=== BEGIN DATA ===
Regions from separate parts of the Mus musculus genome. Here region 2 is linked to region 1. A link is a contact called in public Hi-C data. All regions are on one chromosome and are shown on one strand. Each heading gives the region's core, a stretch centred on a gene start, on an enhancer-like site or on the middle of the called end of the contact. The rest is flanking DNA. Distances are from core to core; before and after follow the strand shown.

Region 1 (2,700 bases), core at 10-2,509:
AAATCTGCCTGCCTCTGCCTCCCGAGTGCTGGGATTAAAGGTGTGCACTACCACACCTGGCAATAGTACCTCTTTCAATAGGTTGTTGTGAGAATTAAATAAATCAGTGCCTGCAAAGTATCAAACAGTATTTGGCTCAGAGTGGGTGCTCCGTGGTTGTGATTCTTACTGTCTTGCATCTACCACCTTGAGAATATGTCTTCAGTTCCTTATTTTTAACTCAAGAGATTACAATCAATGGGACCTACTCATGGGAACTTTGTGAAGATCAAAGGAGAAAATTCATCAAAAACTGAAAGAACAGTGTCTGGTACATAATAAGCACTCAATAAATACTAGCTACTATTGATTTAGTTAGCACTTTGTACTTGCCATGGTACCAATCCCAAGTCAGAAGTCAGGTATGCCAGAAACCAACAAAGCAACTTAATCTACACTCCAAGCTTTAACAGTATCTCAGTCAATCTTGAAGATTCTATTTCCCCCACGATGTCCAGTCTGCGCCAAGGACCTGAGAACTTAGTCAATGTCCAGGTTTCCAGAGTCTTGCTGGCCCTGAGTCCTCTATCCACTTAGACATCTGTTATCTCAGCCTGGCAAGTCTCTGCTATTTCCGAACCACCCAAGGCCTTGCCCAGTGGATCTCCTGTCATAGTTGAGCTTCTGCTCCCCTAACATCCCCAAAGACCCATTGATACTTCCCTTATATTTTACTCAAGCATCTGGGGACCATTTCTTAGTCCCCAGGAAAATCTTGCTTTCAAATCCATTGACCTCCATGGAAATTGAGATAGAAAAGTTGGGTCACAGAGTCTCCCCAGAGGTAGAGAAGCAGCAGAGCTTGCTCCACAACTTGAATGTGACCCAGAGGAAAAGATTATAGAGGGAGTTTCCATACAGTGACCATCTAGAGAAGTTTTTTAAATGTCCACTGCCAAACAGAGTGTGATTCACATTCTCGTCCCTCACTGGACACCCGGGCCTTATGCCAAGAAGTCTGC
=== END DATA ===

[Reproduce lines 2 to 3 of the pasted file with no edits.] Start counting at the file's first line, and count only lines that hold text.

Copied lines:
Region 1 (2,700 bases), core at 10-2,509:
AAATCTGCCTGCCTCTGCCTCCCGAGTGCTGGGATTAAAGGTGTGCACTACCACACCTGGCAATAGTACCTCTTTCAATAGGTTGTTGTGAGAATTAAATAAATCAGTGCCTGCAAAGTATCAAACAGTATTTGGCTCAGAGTGGGTGCTCCGTGGTTGTGATTCTTACTGTCTTGCATCTACCACCTTGAGAATATGTCTTCAGTTCCTTATTTTTAACTCAAGAGATTACAATCAATGGGACCTACTCATGGGAACTTTGTGAAGATCAAAGGAGAAAATTCATCAAAAACTGAAAGAACAGTGTCTGGTACATAATAAGCACTCAATAAATACTAGCTACTATTGATTTAGTTAGCACTTTGTACTTGCCATGGTACCAATCCCAAGTCAGAAGTCAGGTATGCCAGAAACCAACAAAGCAACTTAATCTACACTCCAAGCTTTAACAGTATCTCAGTCAATCTTGAAGATTCTATTTCCCCCACGATGTCCAGTCTGCGCCAAGGACCTGAGAACTTAGTCAATGTCCAGGTTTCCAGAGTCTTGCTGGCCCTGAGTCCTCTATCCACTTAGACATCTGTTATCTCAGCCTGGCAAGTCTCTGCTATTTCCGAACCACCCAAGGCCTTGCCCAGTGGATCTCCTGTCATAGTTGAGCTTCTGCTCCCCTAACATCCCCAAAGACCCATTGATACTTCCCTTATATTTTACTCAAGCATCTGGGGACCATTTCTTAGTCCCCAGGAAAATCTTGCTTTCAAATCCATTGACCTCCATGGAAATTGAGATAGAAAAGTTGGGTCACAGAGTCTCCCCAGAGGTAGAGAAGCAGCAGAGCTTGCTCCACAACTTGAATGTGACCCAGAGGAAAAGATTATAGAGGGAGTTTCCATACAGTGACCATCTAGAGAAGTTTTTTAAATGTCCACTGCCAAACAGAGTGTGATTCACATTCTCGTCCCTCACTGGACACCCGGGCCTTATGCCAAGAAGTCTGC